However, a bad business decision and he is left with a rack
filled with clothing nobody wants and a financial loss. His
success depends on properly analyzing the market environment
and acting accordingly. Trading is the same.
As a discretionary trader, the task is to stack the odds in
your favor for any given trade consideration. The power to do
this is in every trader’s hands. Do the job well, and you will
be rewarded. Try to take shortcuts due to time restraints or
laziness, and the outcome may be very disappointing. So how
might a discretionary trader stack the odds in his or her favor?
That is what we will now discuss.
See The Big Picture
Many new traders simply want to trade quickly and often. The
desire to make quick money plagues many who enter this arena
for the first time. In addition, they find little time to evaluate
their approach to trading before jumping from one method to
another. And the sad thing is, they may have come across a method
that has helped many before them, but they were passing through
at the speed of light and did not get the gist of it before
moving on to something worthless and costly. I have seen this
happen much too often.
Discretionary traders need to understand that time and study
is very important if to ever achieve a good trading approach.
So many common sense approaches are ignored for the quick and
dirty buck. One such approach is simply to see the big picture.
This author has written several articles relating to this very
subject, and for good reason. It is not only a smart thing to
do; it is also something most forget or are too lazy to do.
Market patterns and trends go beyond the simple daily price
charts. They exist on weekly, monthly and yearly price charts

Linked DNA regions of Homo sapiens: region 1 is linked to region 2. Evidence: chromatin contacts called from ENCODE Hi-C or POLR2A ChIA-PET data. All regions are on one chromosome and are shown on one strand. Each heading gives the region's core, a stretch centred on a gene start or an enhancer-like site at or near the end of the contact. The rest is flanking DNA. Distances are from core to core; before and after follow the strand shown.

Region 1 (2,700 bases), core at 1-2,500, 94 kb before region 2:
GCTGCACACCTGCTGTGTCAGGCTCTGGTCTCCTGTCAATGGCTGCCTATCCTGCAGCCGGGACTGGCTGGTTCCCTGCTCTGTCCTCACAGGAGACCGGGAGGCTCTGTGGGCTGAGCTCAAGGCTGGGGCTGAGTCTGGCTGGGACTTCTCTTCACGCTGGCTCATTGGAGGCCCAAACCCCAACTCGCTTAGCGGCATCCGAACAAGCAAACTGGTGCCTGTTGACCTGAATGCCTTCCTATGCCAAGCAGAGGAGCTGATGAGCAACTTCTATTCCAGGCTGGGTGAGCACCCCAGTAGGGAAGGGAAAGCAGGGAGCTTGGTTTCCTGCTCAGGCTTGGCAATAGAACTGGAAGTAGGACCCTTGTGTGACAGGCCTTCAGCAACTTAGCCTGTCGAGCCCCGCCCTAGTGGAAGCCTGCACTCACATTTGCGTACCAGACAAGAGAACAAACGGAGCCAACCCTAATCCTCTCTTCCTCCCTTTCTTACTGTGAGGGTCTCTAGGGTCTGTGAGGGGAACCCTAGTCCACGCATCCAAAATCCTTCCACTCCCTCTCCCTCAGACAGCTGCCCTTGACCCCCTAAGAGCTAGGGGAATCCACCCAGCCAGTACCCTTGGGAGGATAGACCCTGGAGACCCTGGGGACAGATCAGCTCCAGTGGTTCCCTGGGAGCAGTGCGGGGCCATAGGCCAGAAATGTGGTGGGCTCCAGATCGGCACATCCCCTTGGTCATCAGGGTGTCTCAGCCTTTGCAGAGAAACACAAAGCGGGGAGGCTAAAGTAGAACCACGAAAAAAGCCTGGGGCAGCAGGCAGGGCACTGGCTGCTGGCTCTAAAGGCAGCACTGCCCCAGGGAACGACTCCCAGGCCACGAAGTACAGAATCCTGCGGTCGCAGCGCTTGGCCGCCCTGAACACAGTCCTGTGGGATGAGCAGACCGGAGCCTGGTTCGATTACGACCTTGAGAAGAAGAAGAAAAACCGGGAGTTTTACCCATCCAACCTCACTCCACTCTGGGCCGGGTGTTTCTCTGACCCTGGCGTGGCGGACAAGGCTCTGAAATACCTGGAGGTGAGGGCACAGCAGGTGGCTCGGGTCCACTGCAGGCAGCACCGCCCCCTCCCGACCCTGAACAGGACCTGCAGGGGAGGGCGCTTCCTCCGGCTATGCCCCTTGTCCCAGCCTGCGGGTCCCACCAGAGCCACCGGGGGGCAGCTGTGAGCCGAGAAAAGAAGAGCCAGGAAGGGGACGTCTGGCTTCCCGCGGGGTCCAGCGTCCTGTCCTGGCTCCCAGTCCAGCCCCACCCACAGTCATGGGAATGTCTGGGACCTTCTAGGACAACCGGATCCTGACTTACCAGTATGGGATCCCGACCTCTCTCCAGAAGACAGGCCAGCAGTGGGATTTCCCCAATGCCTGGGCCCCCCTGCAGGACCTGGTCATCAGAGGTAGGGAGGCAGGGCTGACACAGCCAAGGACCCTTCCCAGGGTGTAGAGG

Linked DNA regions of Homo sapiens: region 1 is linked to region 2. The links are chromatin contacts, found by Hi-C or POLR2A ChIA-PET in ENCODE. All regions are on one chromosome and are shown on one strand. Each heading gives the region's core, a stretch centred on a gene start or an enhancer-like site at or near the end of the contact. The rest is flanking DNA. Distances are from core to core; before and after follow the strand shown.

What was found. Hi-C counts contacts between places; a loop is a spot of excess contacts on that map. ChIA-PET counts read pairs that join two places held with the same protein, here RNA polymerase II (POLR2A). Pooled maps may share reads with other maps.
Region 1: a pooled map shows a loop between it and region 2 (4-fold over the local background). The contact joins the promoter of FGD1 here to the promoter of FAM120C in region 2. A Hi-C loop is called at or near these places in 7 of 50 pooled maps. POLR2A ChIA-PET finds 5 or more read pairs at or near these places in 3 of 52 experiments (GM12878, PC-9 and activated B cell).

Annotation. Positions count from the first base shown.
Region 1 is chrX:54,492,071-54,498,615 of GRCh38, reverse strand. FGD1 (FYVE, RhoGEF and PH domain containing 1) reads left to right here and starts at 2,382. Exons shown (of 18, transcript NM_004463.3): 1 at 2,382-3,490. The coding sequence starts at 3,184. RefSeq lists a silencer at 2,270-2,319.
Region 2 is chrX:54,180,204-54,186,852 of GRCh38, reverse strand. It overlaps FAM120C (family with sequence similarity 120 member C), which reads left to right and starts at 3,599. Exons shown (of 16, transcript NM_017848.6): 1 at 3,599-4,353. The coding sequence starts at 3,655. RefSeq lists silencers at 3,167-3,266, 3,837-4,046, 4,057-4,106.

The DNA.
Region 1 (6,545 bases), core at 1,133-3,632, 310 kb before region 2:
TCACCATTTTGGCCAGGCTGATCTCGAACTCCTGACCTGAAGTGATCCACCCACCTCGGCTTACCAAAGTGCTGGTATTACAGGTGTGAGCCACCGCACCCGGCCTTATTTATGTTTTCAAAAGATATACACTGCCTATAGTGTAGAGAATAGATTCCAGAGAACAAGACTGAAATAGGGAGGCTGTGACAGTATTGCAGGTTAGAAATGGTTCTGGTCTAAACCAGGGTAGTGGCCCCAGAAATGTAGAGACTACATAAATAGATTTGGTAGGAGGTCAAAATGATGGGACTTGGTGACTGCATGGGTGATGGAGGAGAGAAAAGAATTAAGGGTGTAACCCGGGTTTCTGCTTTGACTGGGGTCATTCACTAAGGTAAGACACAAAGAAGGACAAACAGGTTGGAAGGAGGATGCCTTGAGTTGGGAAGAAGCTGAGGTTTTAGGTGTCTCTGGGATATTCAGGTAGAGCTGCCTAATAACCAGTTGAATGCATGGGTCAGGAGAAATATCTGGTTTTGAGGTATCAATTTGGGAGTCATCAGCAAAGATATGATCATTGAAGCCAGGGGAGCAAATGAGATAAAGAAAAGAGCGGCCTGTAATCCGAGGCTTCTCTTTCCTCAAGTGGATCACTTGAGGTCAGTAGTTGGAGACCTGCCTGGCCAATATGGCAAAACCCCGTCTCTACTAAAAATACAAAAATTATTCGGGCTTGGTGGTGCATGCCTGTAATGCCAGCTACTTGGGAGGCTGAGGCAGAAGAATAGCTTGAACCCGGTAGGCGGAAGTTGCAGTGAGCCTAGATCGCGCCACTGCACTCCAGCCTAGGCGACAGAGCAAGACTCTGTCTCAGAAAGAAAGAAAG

as well. An up trend on a daily chart may exist only as a one-bar
rally but a weekly chart shows a strong downward direction!
And this weekly move may exist only as a bull trend pullback
on a monthly chart. If you only focus on a daily price chart
to base your trading decision on, you could be entering a market
trending strong against your position.
Therefore, the wise thing to do regardless of the method you
choose to use in trading is to start with the larger time frame
(such as the monthly price chart) and work your way down to
the daily or even intra-day time frames.
A good example of this is the use of a daily time reversal
date. If a trader simply looks to enter a trade based on a daily
reversal date, it may end up as a quick blip on the daily price
charts in favor of the stronger trend long-term.
Trading small reversal blips are certainly not the way to go,
unless you are a scalper, forex markets day trader, or in to
euro day trading. To
stack the profitable trading odds in your favor, you will want
to discern first the long-term direction (i.e., Monthly chart),
then note the medium-term direction (i.e. Weekly chart), and
if both are in agreement in direction, look to the daily price
chart to time an entry in the same direction as your long and
Keep in mind the long-term trend will often have more power
vs the medium-term trend, just as the medium & long-term
trend will carry more weight than the short-term or daily price
trend. As a trader looking to stack the odds in your favor,
you want to get the heavy-weights on your side before getting
into the ring.
The quick way for those with limited time on their hands to
determine the likely market trend is to use a trendline. Draw
it under major swing bottoms or across major swing tops on the
monthly, weekly and daily price charts to see the dominant trend
For those who wisely take more time at doing this, it's best
to look closely at the different time frame charts and note
whether it shows higher swing bottoms (for an up-trend), or
lower swing tops and bottoms for a down-trend. Learn to draw
swing charts (one book on this subject is called “Pattern, Price
and Time” by J. A. Hyerczyk), which immediately gives you a
birds eye view of the trend direction.
If your monthly bar-chart trend is up, plus your weekly trend is
up, then when you come across a daily swing bottom forming (especially
on an expected reversal date and support price) higher than
the previous daily swing bottom, you have one very powerful
buy signal to go long, looking for an up-trending bullish market
to start soon.